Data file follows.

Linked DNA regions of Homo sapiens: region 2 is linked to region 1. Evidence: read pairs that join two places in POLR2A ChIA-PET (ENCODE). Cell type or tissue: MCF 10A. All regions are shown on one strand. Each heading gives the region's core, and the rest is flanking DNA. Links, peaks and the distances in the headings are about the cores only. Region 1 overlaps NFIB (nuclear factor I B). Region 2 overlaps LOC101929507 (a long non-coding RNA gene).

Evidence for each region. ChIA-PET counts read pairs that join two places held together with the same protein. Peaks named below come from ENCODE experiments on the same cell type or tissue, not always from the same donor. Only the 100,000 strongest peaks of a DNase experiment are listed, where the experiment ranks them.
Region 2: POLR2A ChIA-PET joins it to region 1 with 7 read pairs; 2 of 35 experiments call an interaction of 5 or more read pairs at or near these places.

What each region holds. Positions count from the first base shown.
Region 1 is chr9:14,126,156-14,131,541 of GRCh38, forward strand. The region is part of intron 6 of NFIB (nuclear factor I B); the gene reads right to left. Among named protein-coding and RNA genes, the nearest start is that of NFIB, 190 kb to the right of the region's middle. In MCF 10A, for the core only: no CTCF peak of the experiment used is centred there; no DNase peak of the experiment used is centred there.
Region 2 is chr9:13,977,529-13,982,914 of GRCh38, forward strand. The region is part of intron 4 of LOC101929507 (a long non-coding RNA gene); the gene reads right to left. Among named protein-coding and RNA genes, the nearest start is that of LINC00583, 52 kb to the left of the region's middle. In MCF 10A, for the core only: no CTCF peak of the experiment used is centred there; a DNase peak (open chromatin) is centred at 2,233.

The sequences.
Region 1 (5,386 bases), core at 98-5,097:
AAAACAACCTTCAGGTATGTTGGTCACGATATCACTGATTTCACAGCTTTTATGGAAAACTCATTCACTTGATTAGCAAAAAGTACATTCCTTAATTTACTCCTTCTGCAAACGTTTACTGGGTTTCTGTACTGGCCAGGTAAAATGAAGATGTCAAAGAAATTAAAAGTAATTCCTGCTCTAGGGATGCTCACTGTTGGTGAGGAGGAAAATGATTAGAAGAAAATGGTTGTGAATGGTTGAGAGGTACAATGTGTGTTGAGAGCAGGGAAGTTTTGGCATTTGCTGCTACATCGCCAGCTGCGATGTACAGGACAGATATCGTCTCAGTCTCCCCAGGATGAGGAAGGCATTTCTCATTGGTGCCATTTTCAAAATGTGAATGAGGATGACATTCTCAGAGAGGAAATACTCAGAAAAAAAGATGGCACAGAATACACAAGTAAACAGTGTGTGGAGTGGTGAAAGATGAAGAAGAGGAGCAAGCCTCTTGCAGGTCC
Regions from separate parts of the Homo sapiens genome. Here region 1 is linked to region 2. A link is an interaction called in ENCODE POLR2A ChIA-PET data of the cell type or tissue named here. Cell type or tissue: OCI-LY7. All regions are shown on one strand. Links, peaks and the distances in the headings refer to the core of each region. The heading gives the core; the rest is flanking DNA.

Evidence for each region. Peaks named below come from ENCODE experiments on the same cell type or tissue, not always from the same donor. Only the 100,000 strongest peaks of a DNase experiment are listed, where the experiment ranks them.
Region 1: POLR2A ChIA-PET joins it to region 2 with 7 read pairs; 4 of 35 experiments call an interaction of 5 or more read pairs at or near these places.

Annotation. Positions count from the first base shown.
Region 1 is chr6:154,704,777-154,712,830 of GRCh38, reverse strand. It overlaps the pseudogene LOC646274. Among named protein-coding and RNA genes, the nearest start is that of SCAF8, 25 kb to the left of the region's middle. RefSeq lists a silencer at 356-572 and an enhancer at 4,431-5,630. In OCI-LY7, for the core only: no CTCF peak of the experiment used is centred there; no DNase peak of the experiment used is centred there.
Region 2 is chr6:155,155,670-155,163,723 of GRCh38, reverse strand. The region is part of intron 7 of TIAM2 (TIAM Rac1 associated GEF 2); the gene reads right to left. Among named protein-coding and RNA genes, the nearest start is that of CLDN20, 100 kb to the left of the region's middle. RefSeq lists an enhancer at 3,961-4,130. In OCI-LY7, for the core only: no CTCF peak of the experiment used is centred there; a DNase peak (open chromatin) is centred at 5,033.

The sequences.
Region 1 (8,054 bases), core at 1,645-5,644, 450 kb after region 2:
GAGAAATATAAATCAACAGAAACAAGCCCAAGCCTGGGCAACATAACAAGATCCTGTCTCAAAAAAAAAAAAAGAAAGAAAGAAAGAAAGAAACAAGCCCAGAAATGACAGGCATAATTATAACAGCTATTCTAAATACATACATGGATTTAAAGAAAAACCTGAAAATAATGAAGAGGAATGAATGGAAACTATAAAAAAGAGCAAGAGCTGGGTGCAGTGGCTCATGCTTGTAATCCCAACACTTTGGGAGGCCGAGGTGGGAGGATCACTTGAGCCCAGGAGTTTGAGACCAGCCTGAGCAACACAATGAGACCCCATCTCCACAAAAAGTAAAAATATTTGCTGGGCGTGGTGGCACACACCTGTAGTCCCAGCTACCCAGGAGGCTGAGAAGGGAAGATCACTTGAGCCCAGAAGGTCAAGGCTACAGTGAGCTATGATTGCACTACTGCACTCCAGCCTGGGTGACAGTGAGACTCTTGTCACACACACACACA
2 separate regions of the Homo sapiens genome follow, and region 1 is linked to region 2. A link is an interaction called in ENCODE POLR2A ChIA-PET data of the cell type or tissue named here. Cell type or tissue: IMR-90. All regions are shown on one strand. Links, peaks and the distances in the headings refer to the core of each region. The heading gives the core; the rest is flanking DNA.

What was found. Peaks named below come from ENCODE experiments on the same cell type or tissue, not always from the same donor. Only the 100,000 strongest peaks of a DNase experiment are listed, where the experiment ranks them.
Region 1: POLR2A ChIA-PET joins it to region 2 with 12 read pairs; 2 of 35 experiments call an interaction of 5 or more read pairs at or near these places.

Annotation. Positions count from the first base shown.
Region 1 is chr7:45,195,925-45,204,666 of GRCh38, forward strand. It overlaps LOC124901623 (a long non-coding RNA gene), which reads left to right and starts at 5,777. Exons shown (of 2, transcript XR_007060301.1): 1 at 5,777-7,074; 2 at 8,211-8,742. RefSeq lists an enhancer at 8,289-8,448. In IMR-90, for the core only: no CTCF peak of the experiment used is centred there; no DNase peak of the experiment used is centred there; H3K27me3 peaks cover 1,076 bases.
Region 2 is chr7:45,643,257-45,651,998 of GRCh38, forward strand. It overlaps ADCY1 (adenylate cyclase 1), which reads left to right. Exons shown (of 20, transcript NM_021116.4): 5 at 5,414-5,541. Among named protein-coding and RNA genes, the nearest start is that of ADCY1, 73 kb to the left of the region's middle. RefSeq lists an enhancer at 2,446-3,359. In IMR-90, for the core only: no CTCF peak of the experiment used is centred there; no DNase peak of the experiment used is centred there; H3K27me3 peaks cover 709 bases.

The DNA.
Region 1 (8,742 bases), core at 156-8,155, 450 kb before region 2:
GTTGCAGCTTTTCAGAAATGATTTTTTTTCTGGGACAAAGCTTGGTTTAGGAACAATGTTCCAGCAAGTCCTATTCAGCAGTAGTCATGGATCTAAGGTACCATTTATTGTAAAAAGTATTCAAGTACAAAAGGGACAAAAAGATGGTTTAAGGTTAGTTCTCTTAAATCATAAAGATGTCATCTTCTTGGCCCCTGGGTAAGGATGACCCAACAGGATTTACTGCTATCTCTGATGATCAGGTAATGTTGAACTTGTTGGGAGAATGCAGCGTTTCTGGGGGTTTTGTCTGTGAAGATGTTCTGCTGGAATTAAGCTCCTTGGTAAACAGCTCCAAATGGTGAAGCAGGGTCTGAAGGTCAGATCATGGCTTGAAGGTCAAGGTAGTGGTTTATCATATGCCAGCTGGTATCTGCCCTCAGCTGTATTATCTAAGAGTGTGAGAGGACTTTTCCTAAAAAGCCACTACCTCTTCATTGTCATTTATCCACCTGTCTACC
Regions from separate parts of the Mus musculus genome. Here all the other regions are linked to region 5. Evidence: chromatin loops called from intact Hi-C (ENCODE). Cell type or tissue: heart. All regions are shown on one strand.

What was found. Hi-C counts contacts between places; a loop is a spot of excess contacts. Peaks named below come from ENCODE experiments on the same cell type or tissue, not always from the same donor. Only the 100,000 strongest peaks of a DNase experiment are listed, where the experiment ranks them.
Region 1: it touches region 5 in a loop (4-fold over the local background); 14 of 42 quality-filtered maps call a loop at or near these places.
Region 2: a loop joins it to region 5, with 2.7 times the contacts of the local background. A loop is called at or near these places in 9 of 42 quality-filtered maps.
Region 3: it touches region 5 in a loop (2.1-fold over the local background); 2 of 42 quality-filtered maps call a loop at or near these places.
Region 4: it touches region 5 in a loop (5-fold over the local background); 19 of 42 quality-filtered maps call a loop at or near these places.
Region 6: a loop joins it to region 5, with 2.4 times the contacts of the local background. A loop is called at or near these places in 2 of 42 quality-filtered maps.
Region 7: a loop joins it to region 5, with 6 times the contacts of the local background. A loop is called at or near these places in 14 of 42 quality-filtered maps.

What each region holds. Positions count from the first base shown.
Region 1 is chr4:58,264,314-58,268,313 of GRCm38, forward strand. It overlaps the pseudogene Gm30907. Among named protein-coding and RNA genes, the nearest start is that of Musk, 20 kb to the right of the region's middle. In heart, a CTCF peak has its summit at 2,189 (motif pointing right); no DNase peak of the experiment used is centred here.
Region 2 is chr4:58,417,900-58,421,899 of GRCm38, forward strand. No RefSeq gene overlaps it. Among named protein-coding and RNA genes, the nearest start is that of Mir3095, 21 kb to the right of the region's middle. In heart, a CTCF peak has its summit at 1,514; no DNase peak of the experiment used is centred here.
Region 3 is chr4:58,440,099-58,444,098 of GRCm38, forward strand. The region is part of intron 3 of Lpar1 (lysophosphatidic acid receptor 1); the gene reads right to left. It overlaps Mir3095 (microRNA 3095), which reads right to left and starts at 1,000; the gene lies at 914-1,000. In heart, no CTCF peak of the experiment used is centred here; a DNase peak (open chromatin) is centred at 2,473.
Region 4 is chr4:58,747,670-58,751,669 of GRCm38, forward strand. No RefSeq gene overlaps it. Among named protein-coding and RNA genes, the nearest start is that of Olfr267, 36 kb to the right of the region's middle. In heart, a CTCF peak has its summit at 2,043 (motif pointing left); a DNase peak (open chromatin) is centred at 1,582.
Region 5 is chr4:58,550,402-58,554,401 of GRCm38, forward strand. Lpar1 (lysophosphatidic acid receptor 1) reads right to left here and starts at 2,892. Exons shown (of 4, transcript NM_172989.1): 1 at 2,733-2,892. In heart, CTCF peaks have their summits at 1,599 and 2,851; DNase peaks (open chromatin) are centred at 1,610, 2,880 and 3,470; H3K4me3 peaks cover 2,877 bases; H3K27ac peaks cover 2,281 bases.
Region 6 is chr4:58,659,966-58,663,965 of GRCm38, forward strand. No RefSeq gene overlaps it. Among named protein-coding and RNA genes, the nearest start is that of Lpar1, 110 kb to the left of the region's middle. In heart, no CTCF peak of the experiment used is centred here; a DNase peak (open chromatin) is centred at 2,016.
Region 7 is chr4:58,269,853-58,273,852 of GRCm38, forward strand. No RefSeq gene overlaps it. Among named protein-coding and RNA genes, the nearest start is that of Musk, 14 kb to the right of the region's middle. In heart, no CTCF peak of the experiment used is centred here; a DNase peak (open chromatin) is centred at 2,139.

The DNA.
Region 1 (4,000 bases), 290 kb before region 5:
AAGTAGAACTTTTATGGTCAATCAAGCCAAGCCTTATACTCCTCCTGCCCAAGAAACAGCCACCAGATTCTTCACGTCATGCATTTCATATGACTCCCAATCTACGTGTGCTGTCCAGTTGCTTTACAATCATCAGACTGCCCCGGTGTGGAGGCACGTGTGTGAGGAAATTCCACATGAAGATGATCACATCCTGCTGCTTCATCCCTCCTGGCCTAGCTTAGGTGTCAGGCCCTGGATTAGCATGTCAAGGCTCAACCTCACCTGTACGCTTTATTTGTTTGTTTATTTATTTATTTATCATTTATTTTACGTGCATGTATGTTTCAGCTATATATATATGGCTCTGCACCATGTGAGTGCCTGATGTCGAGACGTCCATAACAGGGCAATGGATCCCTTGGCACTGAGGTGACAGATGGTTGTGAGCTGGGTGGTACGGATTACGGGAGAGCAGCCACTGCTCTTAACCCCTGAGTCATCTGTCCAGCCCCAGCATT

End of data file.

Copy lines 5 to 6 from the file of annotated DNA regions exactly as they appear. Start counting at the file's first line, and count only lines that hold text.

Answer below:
Region 1 is chr9:14,126,156-14,131,541 of GRCh38, forward strand. The region is part of intron 6 of NFIB (nuclear factor I B); the gene reads right to left. Among named protein-coding and RNA genes, the nearest start is that of NFIB, 190 kb to the right of the region's middle. In MCF 10A, for the core only: no CTCF peak of the experiment used is centred there; no DNase peak of the experiment used is centred there.
Region 2 is chr9:13,977,529-13,982,914 of GRCh38, forward strand. The region is part of intron 4 of LOC101929507 (a long non-coding RNA gene); the gene reads right to left. Among named protein-coding and RNA genes, the nearest start is that of LINC00583, 52 kb to the left of the region's middle. In MCF 10A, for the core only: no CTCF peak of the experiment used is centred there; a DNase peak (open chromatin) is centred at 2,233.